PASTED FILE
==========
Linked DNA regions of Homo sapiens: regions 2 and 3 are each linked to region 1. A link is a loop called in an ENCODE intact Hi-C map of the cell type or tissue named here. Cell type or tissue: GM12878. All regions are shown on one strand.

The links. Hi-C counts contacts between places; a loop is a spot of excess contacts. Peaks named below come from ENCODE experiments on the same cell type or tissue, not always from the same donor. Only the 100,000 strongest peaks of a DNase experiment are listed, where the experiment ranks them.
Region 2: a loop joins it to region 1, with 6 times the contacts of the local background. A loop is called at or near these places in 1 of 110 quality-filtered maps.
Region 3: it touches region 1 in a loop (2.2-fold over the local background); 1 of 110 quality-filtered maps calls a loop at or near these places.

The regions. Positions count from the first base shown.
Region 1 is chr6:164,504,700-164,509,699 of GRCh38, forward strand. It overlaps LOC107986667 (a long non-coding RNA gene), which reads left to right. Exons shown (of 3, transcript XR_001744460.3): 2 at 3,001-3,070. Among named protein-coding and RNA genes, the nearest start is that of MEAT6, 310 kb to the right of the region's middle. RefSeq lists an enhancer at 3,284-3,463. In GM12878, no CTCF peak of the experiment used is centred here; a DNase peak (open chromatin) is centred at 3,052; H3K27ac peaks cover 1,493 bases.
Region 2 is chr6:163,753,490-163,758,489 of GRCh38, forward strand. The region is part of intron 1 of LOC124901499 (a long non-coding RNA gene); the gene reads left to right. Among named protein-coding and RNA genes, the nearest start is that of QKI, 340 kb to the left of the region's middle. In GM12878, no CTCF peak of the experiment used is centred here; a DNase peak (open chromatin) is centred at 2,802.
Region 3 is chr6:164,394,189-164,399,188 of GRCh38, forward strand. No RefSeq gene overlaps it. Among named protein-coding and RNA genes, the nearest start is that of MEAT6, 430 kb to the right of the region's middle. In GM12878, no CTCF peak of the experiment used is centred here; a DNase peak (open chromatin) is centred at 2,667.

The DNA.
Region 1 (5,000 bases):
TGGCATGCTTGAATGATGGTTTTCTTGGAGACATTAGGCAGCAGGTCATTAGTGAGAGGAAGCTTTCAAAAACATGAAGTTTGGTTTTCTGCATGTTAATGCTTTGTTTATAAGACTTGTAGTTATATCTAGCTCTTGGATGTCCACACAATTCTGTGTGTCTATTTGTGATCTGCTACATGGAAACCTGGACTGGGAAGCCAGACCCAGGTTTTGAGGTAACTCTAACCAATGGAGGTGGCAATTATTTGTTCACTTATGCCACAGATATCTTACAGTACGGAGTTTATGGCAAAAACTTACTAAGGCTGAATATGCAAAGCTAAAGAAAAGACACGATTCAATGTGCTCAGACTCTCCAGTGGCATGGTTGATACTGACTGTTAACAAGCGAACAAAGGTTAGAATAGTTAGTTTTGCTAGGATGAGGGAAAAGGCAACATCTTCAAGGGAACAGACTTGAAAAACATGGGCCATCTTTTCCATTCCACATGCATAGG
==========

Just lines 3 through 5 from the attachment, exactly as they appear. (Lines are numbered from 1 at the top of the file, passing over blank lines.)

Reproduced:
Region 2: a loop joins it to region 1, with 6 times the contacts of the local background. A loop is called at or near these places in 1 of 110 quality-filtered maps.
Region 3: it touches region 1 in a loop (2.2-fold over the local background); 1 of 110 quality-filtered maps calls a loop at or near these places.

The regions. Positions count from the first base shown.